I WAS at a $1 million fund-raiser for Newt Gingrich the other evening with Tim Smith, a major contributor to Newt's foundations and political action committees.
He denied that he donated money to Newt in exchange for political favors.
The reason I come to these dinners is because I love the food," Tim said. "You're not going to get a piece of chicken this tasty even at the Four Seasons."
"I never thought of a political fund-raiser as a three-star restaurant," I admitted.
"It's not just the Caesar salad and Baked Alaska that bring me out," Tim said. "I like the good fellowship that goes with a Newt Gingrich affair. Everybody here hates the same things and the same people. All a speaker has to do is mention Connie Chung, and he gets a standing ovation. One joke about pregnant mothers on welfare is worth the $1,000. I love politicians because they put fire in my belly."
I said, "Newt is the most successful fund-raiser in political history. In the last 10 years he has pulled in $17 million. I can't believe that people give him money simply to have a delicious dinner."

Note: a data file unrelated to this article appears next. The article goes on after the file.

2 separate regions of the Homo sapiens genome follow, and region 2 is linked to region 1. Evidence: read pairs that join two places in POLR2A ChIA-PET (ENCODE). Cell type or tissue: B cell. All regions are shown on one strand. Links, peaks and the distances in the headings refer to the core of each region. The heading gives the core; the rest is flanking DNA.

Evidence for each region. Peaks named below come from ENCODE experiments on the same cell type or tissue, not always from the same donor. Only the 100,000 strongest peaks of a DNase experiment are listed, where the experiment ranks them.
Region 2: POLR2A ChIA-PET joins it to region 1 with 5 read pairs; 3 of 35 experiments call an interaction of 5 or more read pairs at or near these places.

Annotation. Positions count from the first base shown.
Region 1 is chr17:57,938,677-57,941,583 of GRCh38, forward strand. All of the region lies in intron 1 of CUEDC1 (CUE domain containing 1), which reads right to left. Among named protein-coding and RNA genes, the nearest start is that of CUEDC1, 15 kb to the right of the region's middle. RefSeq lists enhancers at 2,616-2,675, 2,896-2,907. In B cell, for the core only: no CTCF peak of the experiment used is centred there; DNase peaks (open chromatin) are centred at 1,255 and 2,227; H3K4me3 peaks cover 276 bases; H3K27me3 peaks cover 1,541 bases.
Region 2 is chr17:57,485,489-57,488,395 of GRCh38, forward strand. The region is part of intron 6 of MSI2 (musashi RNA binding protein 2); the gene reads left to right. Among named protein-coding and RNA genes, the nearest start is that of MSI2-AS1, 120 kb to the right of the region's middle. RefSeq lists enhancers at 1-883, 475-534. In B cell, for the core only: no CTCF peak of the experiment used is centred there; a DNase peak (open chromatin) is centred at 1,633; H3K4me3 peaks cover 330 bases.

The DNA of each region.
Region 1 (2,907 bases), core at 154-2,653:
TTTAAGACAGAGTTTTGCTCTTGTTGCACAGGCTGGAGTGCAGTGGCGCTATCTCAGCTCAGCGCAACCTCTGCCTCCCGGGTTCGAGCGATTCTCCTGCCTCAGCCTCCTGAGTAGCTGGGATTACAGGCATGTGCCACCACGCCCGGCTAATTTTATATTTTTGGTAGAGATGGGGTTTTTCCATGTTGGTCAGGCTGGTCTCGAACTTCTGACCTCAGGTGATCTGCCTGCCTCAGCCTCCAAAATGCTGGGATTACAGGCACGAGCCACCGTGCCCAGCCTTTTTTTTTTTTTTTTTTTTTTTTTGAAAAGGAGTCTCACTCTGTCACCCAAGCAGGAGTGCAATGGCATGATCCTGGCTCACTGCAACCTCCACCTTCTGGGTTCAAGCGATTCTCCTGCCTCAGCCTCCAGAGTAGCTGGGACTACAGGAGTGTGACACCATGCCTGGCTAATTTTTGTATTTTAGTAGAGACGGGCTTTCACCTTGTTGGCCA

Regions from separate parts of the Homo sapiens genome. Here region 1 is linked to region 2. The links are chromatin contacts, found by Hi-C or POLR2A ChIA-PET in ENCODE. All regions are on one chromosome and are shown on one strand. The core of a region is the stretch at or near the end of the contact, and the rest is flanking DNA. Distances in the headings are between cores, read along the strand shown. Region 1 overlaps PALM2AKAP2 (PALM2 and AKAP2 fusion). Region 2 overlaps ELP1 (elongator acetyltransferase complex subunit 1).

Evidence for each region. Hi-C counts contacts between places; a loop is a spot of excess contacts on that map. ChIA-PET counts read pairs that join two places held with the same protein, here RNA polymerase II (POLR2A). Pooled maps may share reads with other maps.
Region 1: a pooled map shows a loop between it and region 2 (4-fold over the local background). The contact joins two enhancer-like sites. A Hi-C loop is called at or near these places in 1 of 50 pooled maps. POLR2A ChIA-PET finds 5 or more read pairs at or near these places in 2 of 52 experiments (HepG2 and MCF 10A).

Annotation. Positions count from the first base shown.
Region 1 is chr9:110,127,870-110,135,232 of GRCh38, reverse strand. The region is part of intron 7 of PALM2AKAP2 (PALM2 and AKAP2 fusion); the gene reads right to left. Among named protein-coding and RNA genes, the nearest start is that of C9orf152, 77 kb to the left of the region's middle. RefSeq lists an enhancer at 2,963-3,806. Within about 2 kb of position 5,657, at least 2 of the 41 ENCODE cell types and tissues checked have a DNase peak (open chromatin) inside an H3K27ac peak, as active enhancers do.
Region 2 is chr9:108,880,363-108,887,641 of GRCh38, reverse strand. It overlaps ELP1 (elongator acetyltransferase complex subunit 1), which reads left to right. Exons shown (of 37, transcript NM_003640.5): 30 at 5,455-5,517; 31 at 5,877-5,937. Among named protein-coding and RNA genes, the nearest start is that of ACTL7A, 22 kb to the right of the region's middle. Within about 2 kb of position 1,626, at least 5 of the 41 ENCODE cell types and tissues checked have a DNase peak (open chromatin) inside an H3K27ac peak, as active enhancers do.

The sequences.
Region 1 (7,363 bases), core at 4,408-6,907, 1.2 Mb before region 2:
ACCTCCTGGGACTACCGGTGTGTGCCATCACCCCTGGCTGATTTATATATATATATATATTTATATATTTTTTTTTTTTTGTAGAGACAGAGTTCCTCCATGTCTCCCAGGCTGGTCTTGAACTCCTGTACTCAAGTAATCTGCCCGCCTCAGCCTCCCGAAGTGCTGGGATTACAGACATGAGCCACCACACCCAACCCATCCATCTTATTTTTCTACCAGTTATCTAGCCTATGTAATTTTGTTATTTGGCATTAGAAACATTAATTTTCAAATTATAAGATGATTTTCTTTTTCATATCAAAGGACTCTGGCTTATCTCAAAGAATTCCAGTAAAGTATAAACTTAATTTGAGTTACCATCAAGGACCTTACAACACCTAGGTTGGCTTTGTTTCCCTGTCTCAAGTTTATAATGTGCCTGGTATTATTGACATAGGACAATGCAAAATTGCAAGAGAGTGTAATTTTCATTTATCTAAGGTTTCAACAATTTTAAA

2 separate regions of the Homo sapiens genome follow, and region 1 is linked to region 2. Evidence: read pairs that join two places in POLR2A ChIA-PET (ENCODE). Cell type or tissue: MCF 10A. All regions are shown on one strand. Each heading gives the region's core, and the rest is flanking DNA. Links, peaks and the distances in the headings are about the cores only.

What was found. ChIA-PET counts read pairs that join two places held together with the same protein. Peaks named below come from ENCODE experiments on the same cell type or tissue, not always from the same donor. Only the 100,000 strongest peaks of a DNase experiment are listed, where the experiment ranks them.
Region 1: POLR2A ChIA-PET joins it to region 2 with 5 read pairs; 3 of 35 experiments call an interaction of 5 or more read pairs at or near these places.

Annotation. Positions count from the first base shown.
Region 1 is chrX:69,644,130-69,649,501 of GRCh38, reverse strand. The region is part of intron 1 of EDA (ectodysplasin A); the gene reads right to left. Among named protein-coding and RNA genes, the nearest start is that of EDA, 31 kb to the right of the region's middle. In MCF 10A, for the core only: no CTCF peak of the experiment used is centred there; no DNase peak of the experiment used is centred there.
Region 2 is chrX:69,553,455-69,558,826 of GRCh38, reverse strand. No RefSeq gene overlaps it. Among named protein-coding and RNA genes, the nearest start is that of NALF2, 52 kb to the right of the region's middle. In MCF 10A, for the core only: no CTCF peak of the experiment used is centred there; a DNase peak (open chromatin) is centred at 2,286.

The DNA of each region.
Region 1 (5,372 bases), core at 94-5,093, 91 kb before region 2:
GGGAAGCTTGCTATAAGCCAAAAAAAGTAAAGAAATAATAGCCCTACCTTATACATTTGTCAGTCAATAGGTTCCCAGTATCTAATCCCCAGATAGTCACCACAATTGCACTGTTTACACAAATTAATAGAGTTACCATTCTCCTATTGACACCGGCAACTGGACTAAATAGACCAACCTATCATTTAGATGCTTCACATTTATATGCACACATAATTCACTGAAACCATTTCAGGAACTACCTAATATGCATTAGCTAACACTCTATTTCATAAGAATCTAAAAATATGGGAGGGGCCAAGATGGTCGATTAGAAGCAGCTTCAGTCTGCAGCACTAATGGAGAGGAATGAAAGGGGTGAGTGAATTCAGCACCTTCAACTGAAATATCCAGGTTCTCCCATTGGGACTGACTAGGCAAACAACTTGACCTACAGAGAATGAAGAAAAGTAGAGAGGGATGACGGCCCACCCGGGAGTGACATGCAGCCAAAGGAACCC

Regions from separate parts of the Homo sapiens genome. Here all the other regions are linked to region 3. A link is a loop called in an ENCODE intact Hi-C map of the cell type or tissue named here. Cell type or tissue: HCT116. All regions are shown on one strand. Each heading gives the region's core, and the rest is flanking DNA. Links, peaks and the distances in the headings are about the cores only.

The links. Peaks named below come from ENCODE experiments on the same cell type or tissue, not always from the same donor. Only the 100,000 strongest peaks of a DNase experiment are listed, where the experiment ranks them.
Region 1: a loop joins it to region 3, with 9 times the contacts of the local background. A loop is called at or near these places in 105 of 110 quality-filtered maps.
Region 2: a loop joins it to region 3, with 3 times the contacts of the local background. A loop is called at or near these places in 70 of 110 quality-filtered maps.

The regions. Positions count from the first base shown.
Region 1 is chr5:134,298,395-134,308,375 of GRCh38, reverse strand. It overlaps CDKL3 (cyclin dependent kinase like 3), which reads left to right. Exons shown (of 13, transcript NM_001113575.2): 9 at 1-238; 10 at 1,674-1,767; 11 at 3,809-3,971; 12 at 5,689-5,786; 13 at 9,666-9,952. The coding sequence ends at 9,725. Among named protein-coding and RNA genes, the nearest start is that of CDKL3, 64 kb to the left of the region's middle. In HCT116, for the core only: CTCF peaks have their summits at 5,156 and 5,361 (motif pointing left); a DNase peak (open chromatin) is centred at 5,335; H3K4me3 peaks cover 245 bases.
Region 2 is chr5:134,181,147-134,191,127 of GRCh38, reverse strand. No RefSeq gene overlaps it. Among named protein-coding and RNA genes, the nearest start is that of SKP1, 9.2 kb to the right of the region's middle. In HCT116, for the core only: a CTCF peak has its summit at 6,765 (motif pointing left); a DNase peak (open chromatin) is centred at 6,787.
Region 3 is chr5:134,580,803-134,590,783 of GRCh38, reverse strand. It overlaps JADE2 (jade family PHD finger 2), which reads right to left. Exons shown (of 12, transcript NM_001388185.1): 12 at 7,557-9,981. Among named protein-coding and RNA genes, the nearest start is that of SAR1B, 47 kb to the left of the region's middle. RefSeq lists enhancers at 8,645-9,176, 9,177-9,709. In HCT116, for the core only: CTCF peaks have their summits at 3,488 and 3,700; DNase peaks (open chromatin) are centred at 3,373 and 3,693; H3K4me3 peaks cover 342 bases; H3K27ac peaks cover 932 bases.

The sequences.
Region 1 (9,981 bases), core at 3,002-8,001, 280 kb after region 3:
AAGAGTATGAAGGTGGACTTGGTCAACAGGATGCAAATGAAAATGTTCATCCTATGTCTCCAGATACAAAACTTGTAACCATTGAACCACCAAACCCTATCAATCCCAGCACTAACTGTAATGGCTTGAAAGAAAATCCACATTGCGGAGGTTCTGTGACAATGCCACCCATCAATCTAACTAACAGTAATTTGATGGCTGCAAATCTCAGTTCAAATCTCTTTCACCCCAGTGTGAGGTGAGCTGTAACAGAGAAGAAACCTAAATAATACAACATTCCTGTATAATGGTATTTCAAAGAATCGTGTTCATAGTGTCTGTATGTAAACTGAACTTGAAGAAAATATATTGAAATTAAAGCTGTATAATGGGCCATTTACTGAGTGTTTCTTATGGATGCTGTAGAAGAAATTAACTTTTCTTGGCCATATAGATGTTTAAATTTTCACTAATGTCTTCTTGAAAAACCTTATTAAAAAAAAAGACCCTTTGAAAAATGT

Tim grumped, "Are you saying that Newt doesn't care about the food he serves at these benefits?"
"No. All I'm saying is that there are some lobbyists who feel a substantial donation to one of his funds would help him look kindly on their industry."
"That's how dumb you media people are. An insurance company, for example, will give Gingrich money only because it likes the wine he serves at the banquet. Newt doesn't even know how much an insurance company donates to his foundation. As far as he's concerned everyone who gives gets the same wine and great treatment. Gingrich will not do favors for the insurance industry just because it offers to underwrite his college teaching classes."
I said, "According to NBC, the Kohler family gave $757,000 to Newt. As Speaker of the House, wouldn't Newt be more tempted to call a member of the Kohler family if the Capitol toilets won't flush?"
Tim was furious. "That isn't how political fund-raising works. Newt doesn't care about the plumbing in the House. He is concerned about the ridiculous federal plumbing regulations that are hindering his Contract with America. That's where he and the Kohler family are working the same side of the street."
I tried to change the subject. "Do you find this chicken a little tough?" I asked Tim.
"A little, but it's much tastier than the French toast they served at a prayer breakfast for Newt in Atlanta last week."
Art Buchwald is a syndicated columnist.